Google has launched a new project to get web citizens thinking about and protecting the open internet.
The push comes ahead of a meeting of the International Telecommunication Union on December 3, where Google reckons "some governments want to use this meeting… to increase censorship and regulate the internet".
The web giant's Take Action microsite explains. "A free and open world depends on a free and open Internet.
"Governments alone, working behind closed doors, should not direct its future. The billions of people around the globe who use the Internet should have a voice."
Regulate the net
Google has long championed the open internet, free of too much legal regulation as well as speaking out against "walled gardens" championed by the likes of Apple.
Back in April, Google co-founder Sergey Brin explained that the open web is the reason Google became the gigantic web behemoth that it is today.
"The kind of environment that we developed Google in, the reason that we were able to develop a search engine, is the web was so open. Once you get too many rules, that will stifle innovation," he said.
The microsite serves more to educate the average web user than do anything else, but you can add a pledge of support that might one day become useful in some way, who knows.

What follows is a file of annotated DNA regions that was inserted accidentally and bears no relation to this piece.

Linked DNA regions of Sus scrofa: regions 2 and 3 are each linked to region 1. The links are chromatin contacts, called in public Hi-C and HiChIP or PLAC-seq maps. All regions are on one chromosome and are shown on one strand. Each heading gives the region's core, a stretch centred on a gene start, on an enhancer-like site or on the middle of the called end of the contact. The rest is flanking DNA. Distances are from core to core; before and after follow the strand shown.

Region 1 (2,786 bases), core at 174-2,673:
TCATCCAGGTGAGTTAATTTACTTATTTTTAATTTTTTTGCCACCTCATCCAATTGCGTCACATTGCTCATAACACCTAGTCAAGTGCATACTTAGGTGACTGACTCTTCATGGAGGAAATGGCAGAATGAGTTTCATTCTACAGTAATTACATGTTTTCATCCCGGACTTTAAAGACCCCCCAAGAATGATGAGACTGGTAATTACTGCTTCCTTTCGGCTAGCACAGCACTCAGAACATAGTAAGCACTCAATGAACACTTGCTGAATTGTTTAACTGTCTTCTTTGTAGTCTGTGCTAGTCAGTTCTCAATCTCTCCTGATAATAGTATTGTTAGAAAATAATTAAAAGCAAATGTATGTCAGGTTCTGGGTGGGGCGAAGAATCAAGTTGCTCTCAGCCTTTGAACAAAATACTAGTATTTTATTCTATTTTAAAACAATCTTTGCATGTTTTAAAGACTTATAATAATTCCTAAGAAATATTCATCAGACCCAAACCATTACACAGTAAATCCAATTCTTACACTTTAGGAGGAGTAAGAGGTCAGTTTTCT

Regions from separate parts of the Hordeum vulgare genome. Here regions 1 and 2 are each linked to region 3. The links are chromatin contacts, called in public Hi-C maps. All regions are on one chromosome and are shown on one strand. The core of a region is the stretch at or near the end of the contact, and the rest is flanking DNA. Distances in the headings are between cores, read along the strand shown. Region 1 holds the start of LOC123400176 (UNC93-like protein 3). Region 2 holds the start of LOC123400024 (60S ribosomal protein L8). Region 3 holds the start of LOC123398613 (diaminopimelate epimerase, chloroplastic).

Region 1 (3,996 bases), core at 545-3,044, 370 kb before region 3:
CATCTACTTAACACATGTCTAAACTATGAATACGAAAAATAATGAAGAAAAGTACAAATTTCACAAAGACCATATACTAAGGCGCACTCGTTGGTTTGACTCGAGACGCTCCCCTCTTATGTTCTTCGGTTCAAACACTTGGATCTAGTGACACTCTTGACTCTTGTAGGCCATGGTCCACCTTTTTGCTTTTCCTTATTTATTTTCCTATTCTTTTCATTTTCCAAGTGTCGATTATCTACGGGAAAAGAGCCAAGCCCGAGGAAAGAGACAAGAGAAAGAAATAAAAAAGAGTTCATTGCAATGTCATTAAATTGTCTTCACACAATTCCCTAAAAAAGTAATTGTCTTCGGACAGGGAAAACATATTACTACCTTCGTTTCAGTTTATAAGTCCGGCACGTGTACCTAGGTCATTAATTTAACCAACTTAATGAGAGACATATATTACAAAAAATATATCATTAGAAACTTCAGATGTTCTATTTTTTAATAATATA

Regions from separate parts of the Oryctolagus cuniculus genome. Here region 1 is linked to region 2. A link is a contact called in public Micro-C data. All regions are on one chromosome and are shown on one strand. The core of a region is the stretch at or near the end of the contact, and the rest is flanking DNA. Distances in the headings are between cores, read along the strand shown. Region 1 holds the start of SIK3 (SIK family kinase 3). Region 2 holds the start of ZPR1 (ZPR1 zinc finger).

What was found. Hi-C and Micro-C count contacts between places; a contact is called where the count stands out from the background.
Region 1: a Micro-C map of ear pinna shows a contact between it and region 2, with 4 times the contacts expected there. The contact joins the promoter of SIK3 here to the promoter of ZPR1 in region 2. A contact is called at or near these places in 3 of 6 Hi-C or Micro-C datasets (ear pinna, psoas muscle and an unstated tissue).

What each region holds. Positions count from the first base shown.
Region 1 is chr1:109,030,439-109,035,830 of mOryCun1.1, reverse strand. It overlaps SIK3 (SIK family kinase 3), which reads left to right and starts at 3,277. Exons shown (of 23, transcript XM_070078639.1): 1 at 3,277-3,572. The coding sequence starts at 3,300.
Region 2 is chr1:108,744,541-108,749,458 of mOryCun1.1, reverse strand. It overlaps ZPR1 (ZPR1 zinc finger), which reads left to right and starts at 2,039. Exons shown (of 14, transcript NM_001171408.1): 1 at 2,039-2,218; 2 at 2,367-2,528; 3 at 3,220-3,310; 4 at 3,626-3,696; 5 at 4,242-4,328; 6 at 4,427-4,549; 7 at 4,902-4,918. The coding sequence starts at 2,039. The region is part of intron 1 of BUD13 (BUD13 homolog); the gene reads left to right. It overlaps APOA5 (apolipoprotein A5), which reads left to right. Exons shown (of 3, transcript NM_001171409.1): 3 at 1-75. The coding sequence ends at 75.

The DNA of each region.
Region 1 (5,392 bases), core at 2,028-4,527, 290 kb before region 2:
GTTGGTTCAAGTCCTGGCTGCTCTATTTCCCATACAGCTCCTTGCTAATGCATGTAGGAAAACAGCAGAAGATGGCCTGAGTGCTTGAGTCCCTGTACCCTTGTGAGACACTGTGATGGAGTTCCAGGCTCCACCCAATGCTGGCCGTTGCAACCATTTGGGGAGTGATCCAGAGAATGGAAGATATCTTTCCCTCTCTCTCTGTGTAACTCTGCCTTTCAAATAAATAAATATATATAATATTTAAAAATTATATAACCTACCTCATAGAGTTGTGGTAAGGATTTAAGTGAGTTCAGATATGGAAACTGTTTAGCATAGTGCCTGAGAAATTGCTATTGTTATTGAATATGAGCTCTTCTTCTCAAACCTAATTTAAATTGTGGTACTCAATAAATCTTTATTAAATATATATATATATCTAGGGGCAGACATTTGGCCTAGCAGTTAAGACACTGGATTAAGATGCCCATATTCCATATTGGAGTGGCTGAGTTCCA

You'll be joining other stalwarts of the open web like web-father Sir Tim Berners-Lee, UK prime minister David Cameron and the Internet Association comprised of Facebook, Amazon, eBay and more major web companies.
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Former UK News Editor for TechRadar, it was a perpetual challenge among the TechRadar staff to send Kate (Twitter, Google+) a link to something interesting on the internet that she hasn't already seen. As TechRadar's News Editor (UK), she was constantly on the hunt for top news and intriguing stories to feed your gadget lust. Kate now enjoys life as a renowned music critic – her words can be found in the i Paper, Guardian, GQ, Metro, Evening Standard and Time Out, and she's also the author of 'Amy Winehouse', a biography of the soul star.